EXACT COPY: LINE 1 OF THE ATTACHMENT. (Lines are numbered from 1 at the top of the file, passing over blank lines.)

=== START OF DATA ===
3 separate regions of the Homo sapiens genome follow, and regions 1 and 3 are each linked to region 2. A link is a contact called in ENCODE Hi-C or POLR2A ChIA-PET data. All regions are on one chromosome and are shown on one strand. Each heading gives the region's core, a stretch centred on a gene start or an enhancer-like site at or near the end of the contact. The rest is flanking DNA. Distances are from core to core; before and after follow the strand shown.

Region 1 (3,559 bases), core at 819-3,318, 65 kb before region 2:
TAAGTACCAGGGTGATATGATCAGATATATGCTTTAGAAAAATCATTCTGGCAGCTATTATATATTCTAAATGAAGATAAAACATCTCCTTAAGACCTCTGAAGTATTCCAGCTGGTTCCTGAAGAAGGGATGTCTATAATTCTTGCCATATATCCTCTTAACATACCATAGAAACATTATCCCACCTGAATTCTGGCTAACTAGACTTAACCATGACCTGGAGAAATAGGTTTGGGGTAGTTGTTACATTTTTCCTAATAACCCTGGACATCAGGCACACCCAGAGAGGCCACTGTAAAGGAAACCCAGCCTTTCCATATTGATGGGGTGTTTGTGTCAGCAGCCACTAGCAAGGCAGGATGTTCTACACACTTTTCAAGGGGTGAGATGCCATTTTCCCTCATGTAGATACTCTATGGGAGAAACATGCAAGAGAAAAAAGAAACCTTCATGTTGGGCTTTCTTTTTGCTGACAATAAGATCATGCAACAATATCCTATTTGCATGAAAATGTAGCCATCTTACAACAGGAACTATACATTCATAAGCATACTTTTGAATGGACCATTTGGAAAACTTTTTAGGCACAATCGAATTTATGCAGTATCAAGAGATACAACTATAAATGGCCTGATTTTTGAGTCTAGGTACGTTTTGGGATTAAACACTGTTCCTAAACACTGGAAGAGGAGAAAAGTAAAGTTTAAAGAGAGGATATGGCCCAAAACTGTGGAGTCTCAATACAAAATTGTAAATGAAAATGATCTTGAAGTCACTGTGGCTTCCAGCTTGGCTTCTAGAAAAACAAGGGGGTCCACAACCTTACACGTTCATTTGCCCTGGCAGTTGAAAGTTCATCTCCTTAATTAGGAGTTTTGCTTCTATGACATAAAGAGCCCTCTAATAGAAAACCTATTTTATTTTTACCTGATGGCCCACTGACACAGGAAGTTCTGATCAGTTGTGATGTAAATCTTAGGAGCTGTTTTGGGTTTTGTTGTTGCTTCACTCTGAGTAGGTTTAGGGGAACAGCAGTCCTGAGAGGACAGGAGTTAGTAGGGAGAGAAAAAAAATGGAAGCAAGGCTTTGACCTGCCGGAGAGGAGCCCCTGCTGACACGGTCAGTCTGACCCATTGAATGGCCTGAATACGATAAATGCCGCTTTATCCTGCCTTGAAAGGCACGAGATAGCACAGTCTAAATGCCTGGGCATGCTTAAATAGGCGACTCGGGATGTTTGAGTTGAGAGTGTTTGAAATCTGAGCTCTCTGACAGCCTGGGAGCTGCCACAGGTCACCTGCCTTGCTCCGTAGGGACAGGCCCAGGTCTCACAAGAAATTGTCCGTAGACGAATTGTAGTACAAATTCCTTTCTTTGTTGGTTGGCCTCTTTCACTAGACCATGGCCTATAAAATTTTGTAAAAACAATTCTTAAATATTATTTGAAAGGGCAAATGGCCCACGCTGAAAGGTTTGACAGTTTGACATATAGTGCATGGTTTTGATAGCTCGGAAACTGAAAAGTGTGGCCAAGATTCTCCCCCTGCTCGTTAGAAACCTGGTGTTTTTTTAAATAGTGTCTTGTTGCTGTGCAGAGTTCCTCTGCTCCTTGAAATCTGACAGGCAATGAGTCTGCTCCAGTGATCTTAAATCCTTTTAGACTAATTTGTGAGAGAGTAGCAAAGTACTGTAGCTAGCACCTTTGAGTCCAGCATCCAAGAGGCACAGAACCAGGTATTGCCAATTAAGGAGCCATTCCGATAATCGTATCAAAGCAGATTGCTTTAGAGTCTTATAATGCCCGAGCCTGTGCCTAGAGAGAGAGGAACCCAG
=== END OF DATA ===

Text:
3 separate regions of the Homo sapiens genome follow, and regions 1 and 3 are each linked to region 2. A link is a contact called in ENCODE Hi-C or POLR2A ChIA-PET data. All regions are on one chromosome and are shown on one strand. Each heading gives the region's core, a stretch centred on a gene start or an enhancer-like site at or near the end of the contact. The rest is flanking DNA. Distances are from core to core; before and after follow the strand shown.